There are only a small handful of states now that do not offer any sort of cannabis products legally. Most will at least offer some sort of CBD product. Then there are states like Iowa where voters approved medical marijuana that even contains THC but the program is so restrictive and limited that it is almost unusable. Iowa is currently trying to expand their laws, but it still may not be enough.
One of the biggest challenges that medical marijuana patients are running into is that medical marijuana is not cheap. Not only do prices fluctuate regularly, but they cannot count on insurance to help them and fees to the state add an additional hassle and cost to the process as well. Many people interested in the medicinal benefits of cannabis would prefer to stick with the black market.
“We’ve provided some false hope,” said Sen. Joe Bolkcom, an Iowa City Democrat who has backed efforts to expand access to medical marijuana. “There are thousands of Iowans counting on us to deliver.”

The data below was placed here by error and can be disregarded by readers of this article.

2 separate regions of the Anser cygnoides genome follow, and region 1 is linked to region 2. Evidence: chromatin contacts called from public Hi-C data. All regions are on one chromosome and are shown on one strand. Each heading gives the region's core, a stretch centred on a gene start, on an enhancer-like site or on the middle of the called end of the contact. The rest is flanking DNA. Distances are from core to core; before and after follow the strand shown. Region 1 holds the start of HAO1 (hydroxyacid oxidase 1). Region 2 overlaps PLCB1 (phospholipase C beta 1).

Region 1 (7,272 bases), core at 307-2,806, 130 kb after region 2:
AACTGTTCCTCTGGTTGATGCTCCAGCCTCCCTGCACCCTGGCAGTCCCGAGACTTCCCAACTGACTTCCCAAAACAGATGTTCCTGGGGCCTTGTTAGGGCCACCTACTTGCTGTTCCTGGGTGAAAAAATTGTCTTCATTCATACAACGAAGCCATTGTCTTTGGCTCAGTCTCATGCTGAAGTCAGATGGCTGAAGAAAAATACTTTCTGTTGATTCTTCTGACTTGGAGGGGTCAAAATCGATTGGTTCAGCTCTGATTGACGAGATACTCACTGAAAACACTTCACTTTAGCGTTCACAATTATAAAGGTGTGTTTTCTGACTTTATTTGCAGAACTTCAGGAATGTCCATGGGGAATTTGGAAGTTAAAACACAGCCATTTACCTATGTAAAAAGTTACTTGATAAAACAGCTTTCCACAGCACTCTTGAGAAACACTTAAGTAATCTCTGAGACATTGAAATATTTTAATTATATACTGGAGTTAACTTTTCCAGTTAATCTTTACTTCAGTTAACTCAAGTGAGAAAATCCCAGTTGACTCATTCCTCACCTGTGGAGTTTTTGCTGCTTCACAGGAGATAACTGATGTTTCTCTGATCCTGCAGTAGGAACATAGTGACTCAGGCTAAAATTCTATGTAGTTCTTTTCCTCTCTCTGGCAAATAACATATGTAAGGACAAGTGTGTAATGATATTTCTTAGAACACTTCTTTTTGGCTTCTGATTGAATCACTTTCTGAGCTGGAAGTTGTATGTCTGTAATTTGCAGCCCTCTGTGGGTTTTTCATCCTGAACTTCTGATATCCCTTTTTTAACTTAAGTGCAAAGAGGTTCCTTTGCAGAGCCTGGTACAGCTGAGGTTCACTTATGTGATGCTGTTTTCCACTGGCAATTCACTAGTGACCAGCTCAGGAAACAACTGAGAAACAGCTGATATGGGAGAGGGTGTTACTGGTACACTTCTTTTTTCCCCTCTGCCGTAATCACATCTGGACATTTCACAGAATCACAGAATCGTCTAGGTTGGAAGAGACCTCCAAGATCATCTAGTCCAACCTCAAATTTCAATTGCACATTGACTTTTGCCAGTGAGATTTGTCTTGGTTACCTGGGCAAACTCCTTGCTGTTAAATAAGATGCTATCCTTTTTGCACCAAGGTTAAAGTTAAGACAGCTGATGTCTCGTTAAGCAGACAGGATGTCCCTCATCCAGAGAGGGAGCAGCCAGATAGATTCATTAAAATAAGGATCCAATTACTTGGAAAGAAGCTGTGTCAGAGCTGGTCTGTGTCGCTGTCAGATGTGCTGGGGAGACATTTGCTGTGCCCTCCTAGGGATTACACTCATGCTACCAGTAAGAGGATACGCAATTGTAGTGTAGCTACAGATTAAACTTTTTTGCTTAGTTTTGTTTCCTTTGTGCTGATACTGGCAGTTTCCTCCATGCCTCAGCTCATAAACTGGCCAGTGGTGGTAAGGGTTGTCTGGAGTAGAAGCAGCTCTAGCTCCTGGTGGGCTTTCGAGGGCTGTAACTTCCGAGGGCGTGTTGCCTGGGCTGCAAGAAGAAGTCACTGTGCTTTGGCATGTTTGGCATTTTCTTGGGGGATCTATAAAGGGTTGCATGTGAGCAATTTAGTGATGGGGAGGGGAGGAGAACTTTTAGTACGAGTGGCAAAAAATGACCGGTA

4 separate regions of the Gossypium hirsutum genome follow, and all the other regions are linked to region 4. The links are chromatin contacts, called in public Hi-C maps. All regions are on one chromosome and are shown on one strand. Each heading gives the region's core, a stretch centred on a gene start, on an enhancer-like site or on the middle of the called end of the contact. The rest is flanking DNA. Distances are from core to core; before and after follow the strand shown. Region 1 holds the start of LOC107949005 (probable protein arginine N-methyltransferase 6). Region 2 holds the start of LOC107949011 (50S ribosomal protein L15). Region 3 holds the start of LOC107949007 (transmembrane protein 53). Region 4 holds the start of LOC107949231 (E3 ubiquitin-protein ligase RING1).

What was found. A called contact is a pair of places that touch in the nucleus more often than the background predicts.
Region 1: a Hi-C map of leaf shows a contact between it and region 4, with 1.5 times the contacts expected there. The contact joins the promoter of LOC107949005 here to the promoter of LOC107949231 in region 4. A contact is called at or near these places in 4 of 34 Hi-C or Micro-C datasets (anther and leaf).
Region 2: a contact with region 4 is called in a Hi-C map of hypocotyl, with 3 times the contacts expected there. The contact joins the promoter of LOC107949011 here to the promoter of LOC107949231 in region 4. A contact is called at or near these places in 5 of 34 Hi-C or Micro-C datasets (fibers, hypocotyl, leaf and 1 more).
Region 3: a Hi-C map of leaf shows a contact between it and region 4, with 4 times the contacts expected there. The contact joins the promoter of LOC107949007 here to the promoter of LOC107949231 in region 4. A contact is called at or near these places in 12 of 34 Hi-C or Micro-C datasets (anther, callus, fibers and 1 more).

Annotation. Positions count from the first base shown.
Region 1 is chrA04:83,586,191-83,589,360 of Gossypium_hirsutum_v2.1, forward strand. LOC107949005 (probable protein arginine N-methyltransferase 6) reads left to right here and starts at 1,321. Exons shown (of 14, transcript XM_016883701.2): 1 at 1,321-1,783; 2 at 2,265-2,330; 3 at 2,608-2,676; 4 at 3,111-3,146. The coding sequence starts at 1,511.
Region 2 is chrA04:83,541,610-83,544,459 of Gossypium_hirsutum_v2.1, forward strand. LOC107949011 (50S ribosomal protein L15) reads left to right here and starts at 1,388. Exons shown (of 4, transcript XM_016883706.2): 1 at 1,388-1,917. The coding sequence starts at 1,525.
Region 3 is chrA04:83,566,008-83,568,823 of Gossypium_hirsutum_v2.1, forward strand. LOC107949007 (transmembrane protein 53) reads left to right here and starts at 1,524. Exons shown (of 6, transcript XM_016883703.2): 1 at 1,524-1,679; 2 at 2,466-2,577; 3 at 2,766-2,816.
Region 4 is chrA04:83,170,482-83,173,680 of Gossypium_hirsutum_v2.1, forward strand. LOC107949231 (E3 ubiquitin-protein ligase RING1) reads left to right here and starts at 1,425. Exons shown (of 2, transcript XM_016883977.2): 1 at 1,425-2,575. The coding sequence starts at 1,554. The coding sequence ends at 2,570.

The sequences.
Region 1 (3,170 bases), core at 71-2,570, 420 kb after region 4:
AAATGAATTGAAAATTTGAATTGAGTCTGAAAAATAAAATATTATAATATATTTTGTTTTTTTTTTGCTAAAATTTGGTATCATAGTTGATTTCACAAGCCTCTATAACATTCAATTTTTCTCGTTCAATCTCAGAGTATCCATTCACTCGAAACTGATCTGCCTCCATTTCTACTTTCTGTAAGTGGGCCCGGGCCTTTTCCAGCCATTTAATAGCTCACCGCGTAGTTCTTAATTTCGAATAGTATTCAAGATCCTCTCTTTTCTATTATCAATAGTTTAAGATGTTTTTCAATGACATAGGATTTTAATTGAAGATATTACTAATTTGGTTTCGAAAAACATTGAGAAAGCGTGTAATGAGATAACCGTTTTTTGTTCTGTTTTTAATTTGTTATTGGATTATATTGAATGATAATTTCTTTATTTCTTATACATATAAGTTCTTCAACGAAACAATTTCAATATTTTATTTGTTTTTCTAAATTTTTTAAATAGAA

Iowa legalized possession of cannabis oil in 2014, but there was no legal means to obtain the substance until a bill approved last year allowed for its manufacture and for five dispensaries— planned for Council Bluffs, Sioux City, Davenport, Waterloo and the Des Moines suburb of Windsor Heights. The expansion was part of last year’s budget negotiations, and it was one of the final bills following all-night negotiations on the last day of the session.
Last year’s deal capped the amount of THC, the most psychoactive compound in marijuana, at 3 percent for any legal cannabis oil. That limit has been the main target of advocates seeking to further expand medical marijuana in the state.
There are other states like Iowa struggling to catch up on the research surrounding marijuana and rid themselves of preconceived notions about marijuana. While the west coast and east coast of the United States seem to be figuring out their marijuana laws, how long will it take states like Iowa to understand?